I absolutely hate the digit 1. So, I need your help to convert numbers to their "proper forms".

Numbers in proper form never have two 1s in a row. 101 is okay, but 110 is hideous.

To convert, simply skip all the improper numbers and count normally. For instance...

1 -> 1
2 -> 2
...
10 -> 10
11 -> 12
12 -> 13
...
108 -> 109
109 -> 120
110 -> 121
111 -> 122


and so on.

Your program should take an integer and output it in proper form. This is , so shortest code in bytes wins.

• Is there an upper bound on input? – lirtosiast Oct 23 '15 at 18:48
• I don't get the 109 -> 120 conversion... – kirbyfan64sos Oct 23 '15 at 19:52
• @kirbyfan64sos Since 108 maps to 109, 109 would map to the next number, which is 110. But that one has two 1s in a row, so it goes to the next number until it reaches one that does not. Which is 120, since all of 110-119 are excluded. – Reto Koradi Oct 23 '15 at 19:59
• @Corey Ogburn It's not about binairy. See it as how a list of numbers would be when you count up to the given number with the no-11 rule for each number in the list – LukStorms Oct 23 '15 at 20:26
• @leymannx The number on the left represents the number in the series. So the first value in the series is 1, the second value in the series is 2, yadda yadda(lobster bisque), the tenth value in the series is 10, and the eleventh value in the series is 12, because we skipped 11 as talex finds it an abomination unto the lord. This idea continues on, hence why the 108th value in the series is 109, and the 110th value in the series is 120, as we skip everything from 110 to 119. Hope I clarified well enough. – ahall Oct 24 '15 at 23:35

## Burlesque, 10 bytes

{11~[n!}FO

Older versions:

ro{11~[n!}f[

ro{Sh"11"~=n!}f[

• done. It's been around since 2012, there's also an article on RosettaCode and the esowiki as well. – mroman Oct 23 '15 at 21:00

# Perl 5, 34 Bytes

Looping a counter and changing the occasional double-one.

map{$i++;$i=~s/11/12/}1..pop;say$i  ### Test $ perl -M5.012 -e 'map{$i++;$i=~s/11/12/}1..pop;say$i' 111$ 122


# Bash + GNU utils, 36

seq $1$1|grep -v 11|sed -n "$1{p;q}"  • Surely 1$1 suffices, rather than $1$1? – Neil Oct 24 '15 at 10:39

# Pyth, 13 11 bytes

e.f!}hTZQ


Saved 2 bytes thanks to @FryAmTheEggman.

Live demo and test cases.

## 13-byte version

e.f!}"11"+ZkQ

• Context: Pyth, Pyth, and Pyth. – Peter Mortensen Oct 25 '15 at 16:21
• @PeterMortensen The third one is unrelated to the Pyth used here - it's from 8 years before this Pyth was created, actually. Pyth is just a popular name for Python inspired languages. – isaacg Oct 26 '15 at 9:18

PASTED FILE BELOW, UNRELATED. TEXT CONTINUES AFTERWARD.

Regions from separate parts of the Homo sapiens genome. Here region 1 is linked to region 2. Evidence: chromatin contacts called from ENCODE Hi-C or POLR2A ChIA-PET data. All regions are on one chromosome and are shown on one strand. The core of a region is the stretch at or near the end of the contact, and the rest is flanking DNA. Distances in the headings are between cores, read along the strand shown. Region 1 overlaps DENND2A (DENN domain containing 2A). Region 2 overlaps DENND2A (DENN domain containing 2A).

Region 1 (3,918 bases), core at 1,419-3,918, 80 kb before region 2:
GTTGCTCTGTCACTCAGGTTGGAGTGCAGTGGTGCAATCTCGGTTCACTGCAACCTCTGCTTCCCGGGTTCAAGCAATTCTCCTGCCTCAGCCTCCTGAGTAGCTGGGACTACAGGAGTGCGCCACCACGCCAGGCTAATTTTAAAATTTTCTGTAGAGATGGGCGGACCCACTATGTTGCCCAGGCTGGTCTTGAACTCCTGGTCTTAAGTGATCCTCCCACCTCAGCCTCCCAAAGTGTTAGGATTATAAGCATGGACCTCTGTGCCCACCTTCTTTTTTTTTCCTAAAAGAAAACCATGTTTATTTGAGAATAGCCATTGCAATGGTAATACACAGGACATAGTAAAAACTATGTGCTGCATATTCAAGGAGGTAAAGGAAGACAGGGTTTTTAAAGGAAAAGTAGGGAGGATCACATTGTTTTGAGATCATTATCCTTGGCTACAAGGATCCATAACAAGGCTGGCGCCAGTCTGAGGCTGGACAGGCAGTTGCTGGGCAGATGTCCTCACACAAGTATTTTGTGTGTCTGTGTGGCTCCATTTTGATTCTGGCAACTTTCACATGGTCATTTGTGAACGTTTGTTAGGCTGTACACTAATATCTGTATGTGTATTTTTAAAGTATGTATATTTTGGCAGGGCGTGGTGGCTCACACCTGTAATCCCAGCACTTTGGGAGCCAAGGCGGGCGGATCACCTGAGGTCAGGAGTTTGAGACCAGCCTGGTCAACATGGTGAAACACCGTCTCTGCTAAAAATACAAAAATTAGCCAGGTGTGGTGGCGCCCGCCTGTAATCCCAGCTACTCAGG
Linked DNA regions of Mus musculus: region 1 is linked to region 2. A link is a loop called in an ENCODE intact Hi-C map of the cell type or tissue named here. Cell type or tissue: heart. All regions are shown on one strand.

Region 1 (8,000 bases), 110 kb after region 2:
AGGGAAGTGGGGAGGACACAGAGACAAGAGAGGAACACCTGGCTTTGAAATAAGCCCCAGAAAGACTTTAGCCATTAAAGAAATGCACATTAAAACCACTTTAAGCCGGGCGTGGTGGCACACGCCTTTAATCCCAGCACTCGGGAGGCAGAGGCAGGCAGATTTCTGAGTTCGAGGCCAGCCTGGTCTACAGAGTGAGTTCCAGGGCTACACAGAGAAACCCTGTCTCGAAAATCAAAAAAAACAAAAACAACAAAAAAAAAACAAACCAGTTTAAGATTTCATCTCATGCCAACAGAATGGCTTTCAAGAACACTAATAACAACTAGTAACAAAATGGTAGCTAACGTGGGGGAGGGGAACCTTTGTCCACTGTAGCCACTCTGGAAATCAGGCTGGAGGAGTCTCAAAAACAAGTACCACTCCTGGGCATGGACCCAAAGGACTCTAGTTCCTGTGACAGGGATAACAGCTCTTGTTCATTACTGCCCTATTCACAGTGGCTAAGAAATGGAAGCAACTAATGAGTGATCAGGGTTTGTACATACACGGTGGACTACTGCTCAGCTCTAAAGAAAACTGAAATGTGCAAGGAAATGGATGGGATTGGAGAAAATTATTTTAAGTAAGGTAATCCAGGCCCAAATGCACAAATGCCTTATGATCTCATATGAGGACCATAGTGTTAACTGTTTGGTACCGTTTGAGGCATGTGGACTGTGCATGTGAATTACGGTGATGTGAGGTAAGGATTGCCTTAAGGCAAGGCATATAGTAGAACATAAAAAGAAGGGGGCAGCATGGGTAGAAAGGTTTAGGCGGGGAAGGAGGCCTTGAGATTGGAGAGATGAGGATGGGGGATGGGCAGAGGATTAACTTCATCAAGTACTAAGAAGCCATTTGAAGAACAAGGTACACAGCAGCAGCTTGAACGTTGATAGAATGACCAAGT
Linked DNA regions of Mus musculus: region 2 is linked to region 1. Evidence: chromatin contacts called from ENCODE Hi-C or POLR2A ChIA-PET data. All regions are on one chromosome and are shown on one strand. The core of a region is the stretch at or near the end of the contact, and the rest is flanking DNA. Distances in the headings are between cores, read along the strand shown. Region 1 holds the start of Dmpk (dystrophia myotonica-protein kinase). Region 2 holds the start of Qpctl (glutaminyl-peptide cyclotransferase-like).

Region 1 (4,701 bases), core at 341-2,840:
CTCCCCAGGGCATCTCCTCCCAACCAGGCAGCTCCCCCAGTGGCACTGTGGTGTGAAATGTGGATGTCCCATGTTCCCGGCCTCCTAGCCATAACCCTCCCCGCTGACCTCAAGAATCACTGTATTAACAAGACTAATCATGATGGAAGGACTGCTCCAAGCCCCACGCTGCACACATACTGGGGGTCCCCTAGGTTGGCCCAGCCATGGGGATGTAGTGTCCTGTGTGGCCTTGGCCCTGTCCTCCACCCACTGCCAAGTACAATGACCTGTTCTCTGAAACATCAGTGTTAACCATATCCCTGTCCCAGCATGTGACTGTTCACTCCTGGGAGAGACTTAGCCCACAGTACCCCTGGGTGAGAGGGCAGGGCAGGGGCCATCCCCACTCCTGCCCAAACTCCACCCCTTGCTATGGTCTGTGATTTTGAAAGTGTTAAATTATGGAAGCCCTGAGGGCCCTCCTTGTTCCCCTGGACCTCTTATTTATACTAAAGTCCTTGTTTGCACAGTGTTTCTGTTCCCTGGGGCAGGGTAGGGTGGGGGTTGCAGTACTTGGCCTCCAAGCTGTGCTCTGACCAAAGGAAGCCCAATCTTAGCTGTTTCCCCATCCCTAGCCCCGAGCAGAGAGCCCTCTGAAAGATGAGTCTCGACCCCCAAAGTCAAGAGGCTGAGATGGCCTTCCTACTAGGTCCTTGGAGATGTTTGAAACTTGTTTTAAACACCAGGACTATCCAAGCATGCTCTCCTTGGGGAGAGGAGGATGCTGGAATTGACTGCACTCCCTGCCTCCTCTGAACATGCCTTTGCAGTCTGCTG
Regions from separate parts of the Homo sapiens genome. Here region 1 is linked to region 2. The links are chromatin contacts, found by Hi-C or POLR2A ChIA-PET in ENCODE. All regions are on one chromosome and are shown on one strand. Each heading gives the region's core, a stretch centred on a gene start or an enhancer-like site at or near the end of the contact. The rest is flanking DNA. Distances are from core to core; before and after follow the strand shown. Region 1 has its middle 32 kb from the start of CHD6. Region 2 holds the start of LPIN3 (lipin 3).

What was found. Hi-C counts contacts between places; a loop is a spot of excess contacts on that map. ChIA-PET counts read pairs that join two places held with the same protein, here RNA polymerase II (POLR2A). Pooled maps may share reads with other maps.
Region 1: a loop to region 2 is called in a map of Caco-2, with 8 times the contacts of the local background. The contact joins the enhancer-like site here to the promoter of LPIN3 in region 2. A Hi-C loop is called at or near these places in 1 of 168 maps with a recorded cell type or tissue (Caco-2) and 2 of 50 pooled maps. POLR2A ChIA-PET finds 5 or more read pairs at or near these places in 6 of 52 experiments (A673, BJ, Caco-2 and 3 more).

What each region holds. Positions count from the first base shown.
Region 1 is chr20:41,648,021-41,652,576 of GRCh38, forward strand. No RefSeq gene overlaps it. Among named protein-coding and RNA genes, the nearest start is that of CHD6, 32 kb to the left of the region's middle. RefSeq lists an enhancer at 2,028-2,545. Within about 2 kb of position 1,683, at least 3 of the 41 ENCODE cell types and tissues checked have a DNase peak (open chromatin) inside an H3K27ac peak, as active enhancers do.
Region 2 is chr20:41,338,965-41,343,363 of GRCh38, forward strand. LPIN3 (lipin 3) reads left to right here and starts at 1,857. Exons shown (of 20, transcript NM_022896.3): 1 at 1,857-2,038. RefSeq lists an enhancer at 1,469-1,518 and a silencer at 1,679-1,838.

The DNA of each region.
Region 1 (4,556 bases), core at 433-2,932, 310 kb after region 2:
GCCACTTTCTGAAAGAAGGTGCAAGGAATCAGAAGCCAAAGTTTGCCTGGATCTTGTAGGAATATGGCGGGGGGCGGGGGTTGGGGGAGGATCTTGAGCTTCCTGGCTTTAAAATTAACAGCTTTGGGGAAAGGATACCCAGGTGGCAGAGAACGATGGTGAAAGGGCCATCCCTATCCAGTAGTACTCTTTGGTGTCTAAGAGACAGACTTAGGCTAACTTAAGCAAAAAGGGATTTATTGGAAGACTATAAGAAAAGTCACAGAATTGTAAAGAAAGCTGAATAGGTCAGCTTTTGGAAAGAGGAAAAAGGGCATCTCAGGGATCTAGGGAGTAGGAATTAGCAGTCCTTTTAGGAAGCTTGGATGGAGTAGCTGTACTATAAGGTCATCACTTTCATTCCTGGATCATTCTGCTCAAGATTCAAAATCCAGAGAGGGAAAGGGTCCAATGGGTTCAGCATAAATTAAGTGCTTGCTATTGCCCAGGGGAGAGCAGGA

# JavaScript, 53 bytes

n=>[...Array(n*2).keys()].filter(a=>!/11/.test(a))[n]


Alternate (using comprehensions, same length):

n=>[for(i of Array(n*2).keys())if(!/11/.test(i))i][n]


## Python 2, 50

lambda n:[i for i in range(n*2)if'11'not ini][n]


An anonymous function that lists the numbers not containing 11 in order, and takes the nth one. The off-by-one error of zero-indexing cancels with the inclusion of 0 in the list.

In theory, this will fail for sufficiently high numbers where f(n)>2*n, but this shouldn't happen until n is at least 10**50.

51 bytes:

n=input();i=0
while n:i+=1;n-='11'not ini
print i


Counts up numbers i until the quota of n numbers without 11 is met.

A function is the same length because of the off-by-one corrections needed.

f=lambda n,i=0:n+1and f(n-('11'not ini),i+1)or~-i


# Python 3 74

Still need a bit of golfing.

n=int(input())
c=0
for x in ' '*n:
c+=1
while'11'in str(c):c+=1
print(c)


It's pretty brute force right now.

## Perl 5, 47 bytes

@_[$_]=++$i!~/11/?$i:redo for 1..<>;print$_[-1]


# JavaScript (ES6) 41

As an anonymous function

n=>eval('for(i=0;/11/.test(++i)||n--;)i')


Note: the very simplest way would be 44:

n=>{for(i=0;/11/.test(i)||n--;i++);return i}


Test running the snippet below.

f=n=>eval('for(i=0;/11/.test(++i)||n--;)i')

alert(f(+prompt('Enter number')))

([x|x<-[0..],notElem('1','1')$zip=<<tail$show x]!!)


Usage example: ([x|x<-[0..],notElem('1','1')$zip=<<tail$show x]!!) 110 -> 121.

How it works:

[x|x<-[0..]                                   ]    -- take all x starting with 0
,                                       -- where
('1','1')                       -- the pair of two chars '1'
notElem                                -- is not part of
zip=<<tail            -- the list of pairs of neighbor elements of
show x     -- the string representation of x
!!  -- take nth element, where n is the parameter


# MUMPS, 37 bytes

t(i) f j=1:1 s:j'[11 k=k+1 q:k=i
q j


Pretty straightforward. The only "interesting" thing here is the construct j'[11 - '[ is the "does not contain" operator, so that "abc"'["ab" is false and "abc"'["cd" is true. Despite both operands of j'[11 being numbers, MUMPS remains unperturbed. It will happily autocoerce both operands to strings and move on with its life. Hooray!

(Incidentally, if you're okay with the program never terminating, we can shorten this to 35 bytes: t2(i) f j=1:1 s:j'[11 k=k+1 w:k=i j)

while(preg_match('/11/',$i)){$i++;}print$i;  # Ruby, 24 bytes # Misinterpreted the task, will rework later! $><<gets.gsub('11','12')

• Doesn't work on inputs that don't contain 11. For example, 12 should give 13, not 12. – DLosc Oct 23 '15 at 20:56
• @DLosc Oh gosh I've misinterpreted the task! I'll rework it later! – Peter Lenkefi Oct 23 '15 at 21:06